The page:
The Most Memorable Moments in Six Nations History


With the competition in full swing, each nation of the Six Nations Cup has had its own ups and downs. Whilst the tournament has had a rocky few years thanks to Covid, things are looking to be back to normal for fans of the Six Nations.

It feels like forever, but the atmosphere is back thanks to the fans being able to return to stadiums again - there’s no more of that almost eerie ambience that was rife in the last tournament.

Since the five-nation tournament became six nations, there’s been 21 seasons of sheer joy and agony for fans - Let’s take a look at some of the highlights from these tournaments:

  1. Italy manage a win thanks to the unstoppable Diego

For a very long time, Italy didn’t look like they were up to snuff when it came to the Six Nations, and many fans didn’t fancy their chances in the 2000 tournament. So much so, that when it came to Six Nations betting that year, the Italian team were slated as 250/1 odds when they played defending champs Scotland.

Diego Dominguez was already well known as a top-level goal kicker when he entered that match against the defending champions in Rome. But he stepped up to the oche and managed to bag a whopping 29 points - including 3 dropped goals. Eventually, Scotland did hold out, outscoring Italy by only 2 tries to one. Dominguez was revered almost like a national hero after the game, being lifted onto the shoulders of teammates.

This is often seen as one of Italy’s finest hours, with such displays being very rare in the matches since that fateful tournament in 2000. Since then, they've only had 12 wins and a draw - against 97 defeats at tournaments and no major victory since back in 2015.

  1. Ireland has another glorious tournament moment

Ireland has proven itself to be quite the formidable opponent in big tournaments - They’ve won the Grand Slam in both 2009 and 2018 and Six Nations twice. 

They’ve had some incredibly impressive moments on the pitch during Six Nations tournaments so it can be hard to single just one moment out - but the brilliant performance by Brian O’Driscoll in the match against France is a standout.

At only the tender age of 21, he managed to inspire the troops of the Irish team to their first victory in France since way back in 1972. His supreme guile, attacking tenacity and balance helped bob and weave past the defence with jaw-dropping ease. The unstoppable form by O’Driscoll made people hope for a new star in international rugby and the record since shows they were not disappointed.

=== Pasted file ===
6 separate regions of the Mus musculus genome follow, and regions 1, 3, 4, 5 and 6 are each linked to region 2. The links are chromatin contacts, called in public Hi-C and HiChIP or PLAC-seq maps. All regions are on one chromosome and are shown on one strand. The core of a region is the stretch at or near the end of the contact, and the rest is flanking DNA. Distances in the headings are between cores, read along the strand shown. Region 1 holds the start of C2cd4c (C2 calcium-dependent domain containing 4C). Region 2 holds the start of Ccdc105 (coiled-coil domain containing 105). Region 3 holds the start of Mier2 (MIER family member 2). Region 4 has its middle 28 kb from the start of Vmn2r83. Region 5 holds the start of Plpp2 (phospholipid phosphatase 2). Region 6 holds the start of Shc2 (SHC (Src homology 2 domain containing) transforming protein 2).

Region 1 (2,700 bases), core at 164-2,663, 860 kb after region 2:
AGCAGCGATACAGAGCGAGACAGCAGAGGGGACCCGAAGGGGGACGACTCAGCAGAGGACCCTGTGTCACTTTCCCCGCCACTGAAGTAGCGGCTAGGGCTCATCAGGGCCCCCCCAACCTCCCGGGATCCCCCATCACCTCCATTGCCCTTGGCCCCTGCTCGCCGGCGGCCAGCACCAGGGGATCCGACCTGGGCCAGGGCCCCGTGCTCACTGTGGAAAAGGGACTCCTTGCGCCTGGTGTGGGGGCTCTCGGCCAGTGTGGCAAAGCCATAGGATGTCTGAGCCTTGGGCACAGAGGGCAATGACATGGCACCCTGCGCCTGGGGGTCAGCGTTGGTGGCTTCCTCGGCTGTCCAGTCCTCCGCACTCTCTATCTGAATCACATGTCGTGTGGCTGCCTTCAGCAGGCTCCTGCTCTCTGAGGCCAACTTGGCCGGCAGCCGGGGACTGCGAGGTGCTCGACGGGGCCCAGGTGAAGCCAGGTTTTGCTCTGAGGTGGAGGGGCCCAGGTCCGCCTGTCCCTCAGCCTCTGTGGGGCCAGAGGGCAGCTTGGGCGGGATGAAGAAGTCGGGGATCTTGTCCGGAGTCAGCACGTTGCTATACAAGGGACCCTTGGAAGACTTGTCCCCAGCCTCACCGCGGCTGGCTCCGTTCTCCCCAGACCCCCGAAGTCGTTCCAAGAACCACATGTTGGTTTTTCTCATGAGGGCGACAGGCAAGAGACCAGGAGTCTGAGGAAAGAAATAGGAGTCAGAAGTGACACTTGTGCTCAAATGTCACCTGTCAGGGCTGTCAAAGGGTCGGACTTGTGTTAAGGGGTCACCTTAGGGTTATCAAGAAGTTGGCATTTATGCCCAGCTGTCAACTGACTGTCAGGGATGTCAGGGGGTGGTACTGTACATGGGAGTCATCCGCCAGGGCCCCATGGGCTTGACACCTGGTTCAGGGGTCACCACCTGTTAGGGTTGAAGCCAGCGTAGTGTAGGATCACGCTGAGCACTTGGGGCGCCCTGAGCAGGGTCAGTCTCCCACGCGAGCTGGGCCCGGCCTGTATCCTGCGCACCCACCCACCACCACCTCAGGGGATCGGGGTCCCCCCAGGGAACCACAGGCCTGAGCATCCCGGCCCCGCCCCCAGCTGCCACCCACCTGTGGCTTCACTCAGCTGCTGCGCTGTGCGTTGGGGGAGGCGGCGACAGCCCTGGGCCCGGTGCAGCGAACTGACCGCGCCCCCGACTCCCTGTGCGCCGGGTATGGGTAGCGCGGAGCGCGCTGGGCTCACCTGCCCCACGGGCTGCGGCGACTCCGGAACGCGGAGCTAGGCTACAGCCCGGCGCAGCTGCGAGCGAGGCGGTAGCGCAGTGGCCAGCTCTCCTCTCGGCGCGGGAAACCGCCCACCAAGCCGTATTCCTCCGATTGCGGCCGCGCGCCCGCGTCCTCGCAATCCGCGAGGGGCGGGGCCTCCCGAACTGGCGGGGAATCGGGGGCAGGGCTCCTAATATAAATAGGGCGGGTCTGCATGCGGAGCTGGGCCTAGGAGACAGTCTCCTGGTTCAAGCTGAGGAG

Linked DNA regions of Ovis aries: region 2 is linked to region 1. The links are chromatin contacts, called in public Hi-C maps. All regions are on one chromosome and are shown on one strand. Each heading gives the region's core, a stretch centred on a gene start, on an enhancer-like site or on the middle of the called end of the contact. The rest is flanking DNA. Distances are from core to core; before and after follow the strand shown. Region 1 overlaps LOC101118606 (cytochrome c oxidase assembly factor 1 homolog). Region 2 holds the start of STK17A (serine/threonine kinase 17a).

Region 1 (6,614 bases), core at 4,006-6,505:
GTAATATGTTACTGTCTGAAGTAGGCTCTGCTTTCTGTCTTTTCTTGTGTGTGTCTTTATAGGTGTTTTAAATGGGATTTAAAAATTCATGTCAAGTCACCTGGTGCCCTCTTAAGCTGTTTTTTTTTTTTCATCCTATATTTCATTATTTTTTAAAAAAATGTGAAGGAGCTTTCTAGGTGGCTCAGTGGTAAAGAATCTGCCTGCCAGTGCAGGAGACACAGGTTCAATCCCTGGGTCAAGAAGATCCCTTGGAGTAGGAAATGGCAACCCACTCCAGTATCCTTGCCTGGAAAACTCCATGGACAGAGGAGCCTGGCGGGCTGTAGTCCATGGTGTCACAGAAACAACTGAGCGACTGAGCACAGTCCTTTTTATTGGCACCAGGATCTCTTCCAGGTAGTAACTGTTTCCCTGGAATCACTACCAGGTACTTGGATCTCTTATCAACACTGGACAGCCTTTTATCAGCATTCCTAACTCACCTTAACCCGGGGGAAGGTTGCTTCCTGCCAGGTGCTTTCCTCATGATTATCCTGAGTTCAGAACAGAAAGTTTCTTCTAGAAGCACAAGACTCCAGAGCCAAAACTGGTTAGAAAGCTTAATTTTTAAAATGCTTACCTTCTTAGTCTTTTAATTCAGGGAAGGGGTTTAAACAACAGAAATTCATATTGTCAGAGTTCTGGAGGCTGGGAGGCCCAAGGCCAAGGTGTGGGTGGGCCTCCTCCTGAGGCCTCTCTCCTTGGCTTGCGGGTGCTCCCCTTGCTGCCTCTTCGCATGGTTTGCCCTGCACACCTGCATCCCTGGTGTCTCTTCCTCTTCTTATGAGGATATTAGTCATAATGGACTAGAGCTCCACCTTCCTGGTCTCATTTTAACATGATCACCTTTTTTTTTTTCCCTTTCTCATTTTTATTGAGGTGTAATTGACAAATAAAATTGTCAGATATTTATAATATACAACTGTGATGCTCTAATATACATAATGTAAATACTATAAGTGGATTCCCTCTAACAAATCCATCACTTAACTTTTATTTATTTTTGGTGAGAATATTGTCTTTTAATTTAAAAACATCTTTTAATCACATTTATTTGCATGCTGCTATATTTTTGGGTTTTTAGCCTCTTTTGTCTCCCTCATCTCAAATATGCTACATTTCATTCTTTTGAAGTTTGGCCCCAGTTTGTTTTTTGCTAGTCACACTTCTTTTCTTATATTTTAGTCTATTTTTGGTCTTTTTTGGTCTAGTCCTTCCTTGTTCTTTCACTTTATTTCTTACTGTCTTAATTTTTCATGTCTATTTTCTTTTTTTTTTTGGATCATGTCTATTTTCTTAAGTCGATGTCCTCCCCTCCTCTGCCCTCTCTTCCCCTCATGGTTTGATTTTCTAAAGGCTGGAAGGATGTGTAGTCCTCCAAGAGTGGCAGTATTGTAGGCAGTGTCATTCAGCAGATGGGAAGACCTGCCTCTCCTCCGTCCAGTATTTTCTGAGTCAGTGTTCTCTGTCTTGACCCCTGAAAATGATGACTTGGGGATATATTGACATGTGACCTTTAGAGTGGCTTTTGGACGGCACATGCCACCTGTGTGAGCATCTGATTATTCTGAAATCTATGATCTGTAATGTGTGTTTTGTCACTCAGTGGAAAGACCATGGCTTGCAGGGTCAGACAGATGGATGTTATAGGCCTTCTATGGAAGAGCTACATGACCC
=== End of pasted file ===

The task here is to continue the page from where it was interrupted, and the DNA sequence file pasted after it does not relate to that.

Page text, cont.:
1. England Destroy in Dublin

It was the final game of the 2003 tournament. England stormed into Landsdowne Road as the favourites of the game, but there were doubts. This England squad had an unfortunate record for slam deciders for the past 4 tournaments.

But England came through. Martin Johnson captained the squad, famously refusing to move his squad from Ireland's side of the red carpet before the game. This led to a minor controversy as the Irish president had to walk on the grass - and not the carpet - to shake the hands of her nation's team!

After this display of sheer stubbornness, the squad put on a display that was one of the best the England team had seen in many years. Heated up by the terrific performance by legendary Jonny Wilkinson, the squad trumped Ireland in a stunning 42-6 victory.

  1. Hansen's Miracle Kick

A fond memory in many Welsh fans' minds, the England Vs Wales game in 2005 had one striking moment - Gavin Hensens 43m penalty kick.

It was this strike that saw Wales win the game. Hensen placed the ball with an arrogant swagger as if he could tell the future and knew for sure that that ball was going straight between the posts. And it did. 

Whilst Gavin had a few more ups in his career - as well as downs - nothing comes close to that penalty kick that caused celebration in Wales for many weeks after!

  1. Dulin Goes To The Last Bell

Whilst last year's tournament lacked the atmosphere and roar of the raving fans, it didn't lack one thing; show-stopping finishes - no more so than when Wales played France at the Stadt de France.

Wales were looking like they may snatch an unlikely Grand Slam in the match against France - up 30-20 and looking strong. But one man wanted to make sure that didn’t happen - French full-back Brice Dulin. 

There was plenty of bedlam as a player from each side was sin-binned and the French team swapped over Ollivon to make up the hole that was left. It still looked as if Wales was going to be walking away from the victors - that was until a brilliant final play from Dulin. He made incredible use of space and made a crazy break for the left corner, scoring the tri and leaving Wales shell shocked. 

Whilst things were looking up for France after this, they went and lost to Scotland in their next game. It’s true when they say “you never know which France is going to turn up!”